GoPro stole the show at Photokina this week by annoucing their shiny new flagship camera, the GoPro HERO 5, alongside their own drone design, the "Karma". In what is now a saturated market of small extreme-condition cameras and drones, and with competitors like DJI gaining ground, how do GoPro's new products shape up?
I was gleeful when I got my GoPro HERO 3+ Black Edition a few years back, but a few months in and it was clear that what it offered wasn't good enough for professional standard footage. The camera's waterproof housing, while undeniably a necessity for most conditions in which you would use a GoPro, destroyed the sound capture capabilities and hampered the image quality, which struggled to perform to a professional standard anyway.
The GoPro 5 HERO Black Edition changes all of that.
The biggest new feature swiftly follows in the footsteps of the new i-Phone 7: out-of-the-box waterproofing, effective underwater up to ten metres. Unlike previous GoPro models, the GoPro HERO 5 is fully waterproof without the extra protection of the annoying plastic case that was a constant hindrance to its performance. The GoPro 5 will naturally need a cage to mount it onto the various GoPro accessories, but none of these will constrict it in the ways the original case did.
Additionally, both the sound and the image have had massive upgrades. The sound recording now uses three on-board microphones as opposed to the previous one, and the camera is automatically tuned to select the best recording channel for wind reduction. As for the image, GoPro is now on par with its competitors, with the GoPro HERO 5 able to shoot 4K image in 30fps, 1140p at 80fps, and 1080p at 120fps. RAW still photo capability is also a boon for anyone wanting to get better results from the GoPro.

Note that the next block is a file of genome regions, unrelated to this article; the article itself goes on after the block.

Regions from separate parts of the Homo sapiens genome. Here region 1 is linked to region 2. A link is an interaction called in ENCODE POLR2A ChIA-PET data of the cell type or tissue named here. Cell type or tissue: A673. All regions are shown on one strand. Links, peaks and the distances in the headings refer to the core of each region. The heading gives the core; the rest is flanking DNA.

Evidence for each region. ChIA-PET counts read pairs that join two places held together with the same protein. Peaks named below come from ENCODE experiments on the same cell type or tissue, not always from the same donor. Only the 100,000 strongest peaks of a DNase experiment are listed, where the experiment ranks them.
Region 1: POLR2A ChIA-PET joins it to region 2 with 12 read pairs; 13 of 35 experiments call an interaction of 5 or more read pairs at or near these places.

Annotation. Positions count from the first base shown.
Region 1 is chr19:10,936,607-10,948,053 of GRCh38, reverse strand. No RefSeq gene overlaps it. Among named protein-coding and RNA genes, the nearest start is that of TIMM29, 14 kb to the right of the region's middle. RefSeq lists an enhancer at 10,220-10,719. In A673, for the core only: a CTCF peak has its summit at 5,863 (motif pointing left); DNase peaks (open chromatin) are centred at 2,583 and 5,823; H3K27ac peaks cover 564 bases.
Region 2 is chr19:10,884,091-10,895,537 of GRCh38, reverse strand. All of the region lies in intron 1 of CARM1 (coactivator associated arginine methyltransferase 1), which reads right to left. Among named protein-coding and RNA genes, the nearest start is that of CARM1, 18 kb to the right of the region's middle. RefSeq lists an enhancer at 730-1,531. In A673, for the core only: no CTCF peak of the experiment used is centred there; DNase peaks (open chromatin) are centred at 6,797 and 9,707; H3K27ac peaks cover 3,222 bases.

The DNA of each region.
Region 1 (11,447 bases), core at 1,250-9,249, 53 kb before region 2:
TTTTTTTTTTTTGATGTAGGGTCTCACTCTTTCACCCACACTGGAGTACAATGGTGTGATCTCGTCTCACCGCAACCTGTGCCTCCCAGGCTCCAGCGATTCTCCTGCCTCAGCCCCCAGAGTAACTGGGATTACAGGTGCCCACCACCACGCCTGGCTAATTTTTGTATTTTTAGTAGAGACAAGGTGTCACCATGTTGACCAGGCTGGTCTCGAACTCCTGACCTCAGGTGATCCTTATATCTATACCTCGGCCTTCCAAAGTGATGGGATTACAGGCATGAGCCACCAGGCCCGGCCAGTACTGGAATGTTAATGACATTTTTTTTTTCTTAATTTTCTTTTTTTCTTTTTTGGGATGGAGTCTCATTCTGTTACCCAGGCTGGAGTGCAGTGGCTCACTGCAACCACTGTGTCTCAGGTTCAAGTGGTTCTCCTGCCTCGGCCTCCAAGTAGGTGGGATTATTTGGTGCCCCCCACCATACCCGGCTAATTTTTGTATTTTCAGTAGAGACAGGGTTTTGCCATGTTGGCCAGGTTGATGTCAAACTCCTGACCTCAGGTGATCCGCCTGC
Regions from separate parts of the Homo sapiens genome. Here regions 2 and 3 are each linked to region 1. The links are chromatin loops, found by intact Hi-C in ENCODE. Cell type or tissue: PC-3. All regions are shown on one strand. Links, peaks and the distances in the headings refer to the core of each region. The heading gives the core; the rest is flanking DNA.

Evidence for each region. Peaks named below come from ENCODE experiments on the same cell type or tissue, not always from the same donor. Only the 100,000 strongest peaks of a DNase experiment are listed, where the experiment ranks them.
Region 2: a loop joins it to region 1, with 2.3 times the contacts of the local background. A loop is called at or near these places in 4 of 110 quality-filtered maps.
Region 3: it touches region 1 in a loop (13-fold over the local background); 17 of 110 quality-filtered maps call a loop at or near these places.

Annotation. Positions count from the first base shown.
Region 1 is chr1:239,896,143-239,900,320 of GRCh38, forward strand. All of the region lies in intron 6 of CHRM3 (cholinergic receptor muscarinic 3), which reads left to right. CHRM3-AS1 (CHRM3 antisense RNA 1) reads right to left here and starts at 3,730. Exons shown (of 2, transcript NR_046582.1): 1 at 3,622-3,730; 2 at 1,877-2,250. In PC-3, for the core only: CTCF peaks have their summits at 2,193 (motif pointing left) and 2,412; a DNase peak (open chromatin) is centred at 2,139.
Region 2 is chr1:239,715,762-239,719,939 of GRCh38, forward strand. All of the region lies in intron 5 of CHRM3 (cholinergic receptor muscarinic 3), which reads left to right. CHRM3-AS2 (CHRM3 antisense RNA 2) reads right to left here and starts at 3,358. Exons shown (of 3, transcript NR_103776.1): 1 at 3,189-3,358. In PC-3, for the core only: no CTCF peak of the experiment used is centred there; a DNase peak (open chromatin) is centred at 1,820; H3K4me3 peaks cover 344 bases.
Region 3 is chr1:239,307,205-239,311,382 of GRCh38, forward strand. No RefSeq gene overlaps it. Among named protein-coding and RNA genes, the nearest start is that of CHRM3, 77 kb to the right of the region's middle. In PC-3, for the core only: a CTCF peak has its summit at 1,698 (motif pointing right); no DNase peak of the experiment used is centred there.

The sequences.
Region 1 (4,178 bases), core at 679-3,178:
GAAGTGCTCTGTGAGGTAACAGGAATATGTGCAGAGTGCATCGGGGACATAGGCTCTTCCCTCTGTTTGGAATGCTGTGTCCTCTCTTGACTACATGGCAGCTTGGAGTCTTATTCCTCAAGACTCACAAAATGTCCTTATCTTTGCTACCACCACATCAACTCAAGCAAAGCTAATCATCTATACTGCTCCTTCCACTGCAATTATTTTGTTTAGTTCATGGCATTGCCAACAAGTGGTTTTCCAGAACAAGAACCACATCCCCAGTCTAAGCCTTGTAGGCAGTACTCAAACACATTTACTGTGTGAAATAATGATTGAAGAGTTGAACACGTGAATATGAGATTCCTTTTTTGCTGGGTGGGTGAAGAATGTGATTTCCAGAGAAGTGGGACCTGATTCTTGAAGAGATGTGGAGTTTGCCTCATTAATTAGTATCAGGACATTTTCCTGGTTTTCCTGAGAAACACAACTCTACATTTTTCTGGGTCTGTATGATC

The icing on the cake is the new voice-activiation technology. With this upgrade, a small wireless microphone attaches to the user and allows them to command the GoPro hands-free, with commands like "GoPro, record!". And even if you do still like to use buttons, the new one-button menu setup will reduce confusion from previous models which used two.
If you're looking for something smaller and cheaper, the GoPro HERO Session 5 is the little cousin of the regular HERO 5, and features most of the HERO's updates, with the exception of the image capture capabilities, which are slightly lower.
GoPro have described the new HERO 5 as the "GoPro we always wanted to make". What they may have made is the GoPro I always wanted to buy.
As if that wasn't enough, GoPro also annouced their own drone design, the "Karma". This was a long time coming, since GoPros have become one of the standard drone-mounted cameras.
There are definitely some nice features. Firstly, the drone is small and is very compact, which will attract any users wanting to operate drones in locations where normal drone kits would be a pain to set up. It also features a cool camera grip that detaches and effectively operates as a hand-held gimbal, which will minimize the amount of kit that users will potentially have to invest in and carry.
At a retail price of $1,099 including a GoPro Hero 5 (which by itself starts at $399; the Session starts at $299), it is a little bit cheaper than the DJI Phantom 3 Professional (retail price $1,259), but fails to be really revolutionary, despite some nice features. It is likely to challenge the Phantom well, but is unlikely to leave DJI panicking about being left behind in the market.